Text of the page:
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Kaiser Clerks Paid More for Helping Less
May 17 2002
Kaiser Permanente, the state's largest HMO, until
recently had awarded
financial bonuses to call center clerks who spent the least
From January 2000 until last December, telephone
at Kaiser's three call centers in Northern California could
Moreover, a recent Kaiser-commissioned survey of
at those centers found they had "a serious concern" that callers
Nurses "feel unable to help patients and said they
a lot of time
dealing with frustrated members when they are not able to schedule
Nurses did not participate in the clerks' bonus program.
Kaiser spokesman Jim Anderson dismissed
were intended to make it more difficult for patients to access care.
"This was a pilot program, and it was discontinued
because it was determined
that it wasn't working" and didn't improve service to members,
"It's always difficult to balance the amount of
spent with an individual
caller versus the amount of time that the next person has to wait to
Since the nurses survey, Anderson said, Kaiser has made improvements in scheduling, training and appointment availability in Northern California.
The California Nurses Assn., the union
nurses, contends that the main problem with the call centers is that
That amounts to evaluating a patient's medical condition, a task restricted to licensed medical personnel by state law, the union contends.
State HMO regulators said Thursday that they are investigating that complaint.
"If we weren't concerned, we wouldn't be looking at it," said Daniel Zingale, director of the California Department of Managed Health Care.
Although Zingale would not discuss the inquiry in detail, he said his office has the power to order Kaiser to change its call center policies.
Kaiser knows of no state inquiry, Anderson said,
that no regulators
have visited Kaiser facilities regarding these matters.
One of Kaiser's own physicians found problems at
Vallejo call center.
Dr. Harvey Kayman, a doctor at the pediatric call center from
Kayman said pediatric medical providers sent him messages reflecting their "distrust, anger, disappointment and pessimism about the call center."
Patients have complained about "the impersonal
they receive" and believe that the call center "puts a barrier between
Anderson said Kayman's report was unsolicited.
many of the things listed in his report were already on the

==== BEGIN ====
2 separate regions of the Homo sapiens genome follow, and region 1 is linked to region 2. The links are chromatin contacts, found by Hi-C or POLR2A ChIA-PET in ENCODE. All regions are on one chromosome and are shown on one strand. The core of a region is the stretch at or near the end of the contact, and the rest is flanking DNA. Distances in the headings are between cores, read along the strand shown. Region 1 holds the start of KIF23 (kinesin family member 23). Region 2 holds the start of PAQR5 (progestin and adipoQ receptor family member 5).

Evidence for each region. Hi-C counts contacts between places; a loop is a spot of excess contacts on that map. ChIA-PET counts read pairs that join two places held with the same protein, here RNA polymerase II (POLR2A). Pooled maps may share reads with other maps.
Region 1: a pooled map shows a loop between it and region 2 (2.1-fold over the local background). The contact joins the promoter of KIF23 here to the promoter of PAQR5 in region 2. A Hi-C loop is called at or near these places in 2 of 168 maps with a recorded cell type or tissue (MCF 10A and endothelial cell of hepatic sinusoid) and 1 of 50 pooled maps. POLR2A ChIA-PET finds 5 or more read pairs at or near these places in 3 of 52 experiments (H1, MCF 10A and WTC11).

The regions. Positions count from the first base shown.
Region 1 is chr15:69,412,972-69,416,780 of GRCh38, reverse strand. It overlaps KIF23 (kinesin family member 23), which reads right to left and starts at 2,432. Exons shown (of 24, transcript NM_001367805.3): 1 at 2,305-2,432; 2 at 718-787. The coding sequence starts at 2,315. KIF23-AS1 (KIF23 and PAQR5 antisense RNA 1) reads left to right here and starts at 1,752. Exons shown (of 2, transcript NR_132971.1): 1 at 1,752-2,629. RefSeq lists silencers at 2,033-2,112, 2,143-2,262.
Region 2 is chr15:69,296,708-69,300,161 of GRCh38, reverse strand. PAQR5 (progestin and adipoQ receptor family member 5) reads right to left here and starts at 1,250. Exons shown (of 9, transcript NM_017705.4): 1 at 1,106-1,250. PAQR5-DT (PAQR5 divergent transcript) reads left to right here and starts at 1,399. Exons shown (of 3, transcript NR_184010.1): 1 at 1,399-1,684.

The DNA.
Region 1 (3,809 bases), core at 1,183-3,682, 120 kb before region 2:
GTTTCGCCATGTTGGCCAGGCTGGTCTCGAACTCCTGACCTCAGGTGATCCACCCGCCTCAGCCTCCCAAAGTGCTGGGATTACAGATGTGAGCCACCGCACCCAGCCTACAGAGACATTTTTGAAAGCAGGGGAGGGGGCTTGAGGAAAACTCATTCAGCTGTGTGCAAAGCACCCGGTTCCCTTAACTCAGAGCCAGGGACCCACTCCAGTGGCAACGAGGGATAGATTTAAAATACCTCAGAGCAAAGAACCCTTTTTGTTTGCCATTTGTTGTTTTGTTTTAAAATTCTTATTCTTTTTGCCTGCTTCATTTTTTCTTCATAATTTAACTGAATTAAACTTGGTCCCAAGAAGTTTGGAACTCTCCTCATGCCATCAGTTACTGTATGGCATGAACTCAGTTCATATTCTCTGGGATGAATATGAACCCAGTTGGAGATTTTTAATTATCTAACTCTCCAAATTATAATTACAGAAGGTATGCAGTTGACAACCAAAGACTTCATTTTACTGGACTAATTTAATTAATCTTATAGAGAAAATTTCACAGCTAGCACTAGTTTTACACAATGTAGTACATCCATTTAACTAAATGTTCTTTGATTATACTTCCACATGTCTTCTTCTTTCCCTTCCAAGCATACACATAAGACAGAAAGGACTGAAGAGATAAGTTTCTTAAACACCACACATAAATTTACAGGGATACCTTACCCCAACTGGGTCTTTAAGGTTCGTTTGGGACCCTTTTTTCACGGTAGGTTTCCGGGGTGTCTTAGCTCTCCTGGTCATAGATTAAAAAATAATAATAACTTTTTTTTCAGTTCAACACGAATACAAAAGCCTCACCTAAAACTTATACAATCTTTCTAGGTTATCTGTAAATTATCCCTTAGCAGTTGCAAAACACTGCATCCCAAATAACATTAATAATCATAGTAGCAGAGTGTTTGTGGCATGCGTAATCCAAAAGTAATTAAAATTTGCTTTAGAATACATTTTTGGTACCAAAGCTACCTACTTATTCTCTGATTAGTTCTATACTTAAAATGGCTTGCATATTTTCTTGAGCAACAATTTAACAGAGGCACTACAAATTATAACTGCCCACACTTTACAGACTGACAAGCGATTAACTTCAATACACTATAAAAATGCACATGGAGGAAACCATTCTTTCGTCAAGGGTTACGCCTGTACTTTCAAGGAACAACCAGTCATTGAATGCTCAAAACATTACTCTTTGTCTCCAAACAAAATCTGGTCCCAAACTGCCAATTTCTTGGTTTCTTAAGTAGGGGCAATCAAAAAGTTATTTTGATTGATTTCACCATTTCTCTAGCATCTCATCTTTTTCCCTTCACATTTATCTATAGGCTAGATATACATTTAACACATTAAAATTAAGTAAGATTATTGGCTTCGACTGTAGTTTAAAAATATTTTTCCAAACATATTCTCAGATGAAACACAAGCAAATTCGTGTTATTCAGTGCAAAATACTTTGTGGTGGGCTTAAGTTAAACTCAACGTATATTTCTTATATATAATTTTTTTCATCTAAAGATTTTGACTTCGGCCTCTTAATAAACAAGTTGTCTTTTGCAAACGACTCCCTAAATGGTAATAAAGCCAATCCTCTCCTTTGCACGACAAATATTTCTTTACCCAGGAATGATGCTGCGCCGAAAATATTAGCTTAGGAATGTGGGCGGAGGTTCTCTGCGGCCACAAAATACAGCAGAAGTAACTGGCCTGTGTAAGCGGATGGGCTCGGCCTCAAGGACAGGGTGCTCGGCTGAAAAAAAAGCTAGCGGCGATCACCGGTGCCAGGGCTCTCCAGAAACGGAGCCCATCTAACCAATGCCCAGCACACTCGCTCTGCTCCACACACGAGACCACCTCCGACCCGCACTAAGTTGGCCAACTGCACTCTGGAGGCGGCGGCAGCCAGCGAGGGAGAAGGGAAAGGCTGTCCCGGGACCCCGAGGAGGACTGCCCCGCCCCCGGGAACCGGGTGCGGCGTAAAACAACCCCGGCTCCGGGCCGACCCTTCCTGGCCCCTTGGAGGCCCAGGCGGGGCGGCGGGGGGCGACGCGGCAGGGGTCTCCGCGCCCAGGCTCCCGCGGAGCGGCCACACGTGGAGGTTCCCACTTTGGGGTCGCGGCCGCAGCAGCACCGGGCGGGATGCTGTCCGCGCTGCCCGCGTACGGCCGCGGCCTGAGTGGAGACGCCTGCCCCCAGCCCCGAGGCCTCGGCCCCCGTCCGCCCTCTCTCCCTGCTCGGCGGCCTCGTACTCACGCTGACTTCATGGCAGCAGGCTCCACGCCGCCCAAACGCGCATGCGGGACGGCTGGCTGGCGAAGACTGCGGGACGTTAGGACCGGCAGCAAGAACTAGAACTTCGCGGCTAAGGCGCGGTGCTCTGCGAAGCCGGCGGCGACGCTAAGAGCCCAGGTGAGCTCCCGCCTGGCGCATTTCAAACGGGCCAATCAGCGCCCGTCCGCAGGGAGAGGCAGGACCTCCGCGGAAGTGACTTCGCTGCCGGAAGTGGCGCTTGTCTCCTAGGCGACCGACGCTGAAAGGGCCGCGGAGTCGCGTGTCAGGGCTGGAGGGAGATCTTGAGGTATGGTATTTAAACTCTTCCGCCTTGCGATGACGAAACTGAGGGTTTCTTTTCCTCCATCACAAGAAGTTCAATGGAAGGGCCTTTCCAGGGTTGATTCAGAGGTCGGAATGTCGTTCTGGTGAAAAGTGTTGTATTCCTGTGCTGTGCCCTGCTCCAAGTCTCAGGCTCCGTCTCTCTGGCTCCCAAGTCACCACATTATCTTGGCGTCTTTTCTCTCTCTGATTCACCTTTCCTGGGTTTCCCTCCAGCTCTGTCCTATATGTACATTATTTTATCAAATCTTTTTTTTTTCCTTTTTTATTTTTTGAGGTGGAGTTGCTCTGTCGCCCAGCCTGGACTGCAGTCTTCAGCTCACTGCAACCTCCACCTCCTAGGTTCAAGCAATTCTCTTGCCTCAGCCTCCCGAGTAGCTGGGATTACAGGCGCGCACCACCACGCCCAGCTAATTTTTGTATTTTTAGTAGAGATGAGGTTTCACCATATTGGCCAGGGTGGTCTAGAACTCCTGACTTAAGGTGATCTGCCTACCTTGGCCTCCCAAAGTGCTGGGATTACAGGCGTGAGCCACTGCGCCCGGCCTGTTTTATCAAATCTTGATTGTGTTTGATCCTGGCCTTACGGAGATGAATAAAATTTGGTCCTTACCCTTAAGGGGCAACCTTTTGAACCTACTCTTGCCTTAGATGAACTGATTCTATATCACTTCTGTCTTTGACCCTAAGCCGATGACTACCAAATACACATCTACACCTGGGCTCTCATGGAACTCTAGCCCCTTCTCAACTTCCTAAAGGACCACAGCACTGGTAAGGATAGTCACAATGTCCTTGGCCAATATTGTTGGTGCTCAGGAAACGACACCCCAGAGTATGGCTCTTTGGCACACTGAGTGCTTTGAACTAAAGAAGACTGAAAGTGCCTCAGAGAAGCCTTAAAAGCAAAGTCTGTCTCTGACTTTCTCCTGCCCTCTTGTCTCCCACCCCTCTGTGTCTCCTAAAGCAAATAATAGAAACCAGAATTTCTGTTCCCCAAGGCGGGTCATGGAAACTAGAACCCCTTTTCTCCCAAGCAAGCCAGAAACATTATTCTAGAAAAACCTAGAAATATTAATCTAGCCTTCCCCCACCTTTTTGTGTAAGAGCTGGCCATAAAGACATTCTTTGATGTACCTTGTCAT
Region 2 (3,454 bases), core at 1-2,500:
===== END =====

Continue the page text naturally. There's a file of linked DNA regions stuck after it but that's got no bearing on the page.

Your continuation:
The incentive plan for the telephone clerks was
2000 in company memos. The incentives were a joint pilot program
To qualify for a bonus, employees had to meet three of four criteria, according to one memo:
Handle regular calls in less than three minutes and 45 seconds and foreign language calls in under eight minutes 30 seconds.
Schedule or request appointments in 15% to 35% of cases.
Transfer fewer than 50% of calls--60% on nights and weekends--to advice nurses for additional help.
Spend an average of 75% or more of the workday answering calls.
Bonuses, from 2% to 10% of a worker's salary, were
awarded if staff
members met or exceeded the targets, the document says.
An internal document, titled "Talking Points for
Managers," said the
bonuses are a way to "reward and encourage performance
"Kaiser Permanente is making a financial
for the purpose of improving our phone service to members,"
Dr. Linda Peeno, a former health plan medical
who now testifies
against HMOs in malpractice suits, said the Kaiser incentive
"It just virtually ensures that you're not going
evaluation, and you're certainly not going to get access to anyone who
"It's a recipe for not just minimal care, but no care."
In the recent survey, Kaiser's call-center nurses reported feeling pressure to spend little time with each patient.
"The nurses are being forced to quickly deal with
it up and move on to the next one or else they're disciplined,"
Nurses get regular reports outlining their average handling time, and that criterion is factored into their annual evaluation, he said.
"There's tremendous pressure on the nurses to cut off the calls, which is a conflict with their license," Newman said.
Anderson said there is no limit to the amount of
nurses can spend
with callers. The Kaiser documents, obtained by The Times,
According to minutes of a meeting last year, the
Kaiser's Northern California physician group described how in the past
That strategy proved counterproductive because
they got past the telephonic triage system, the doctor said.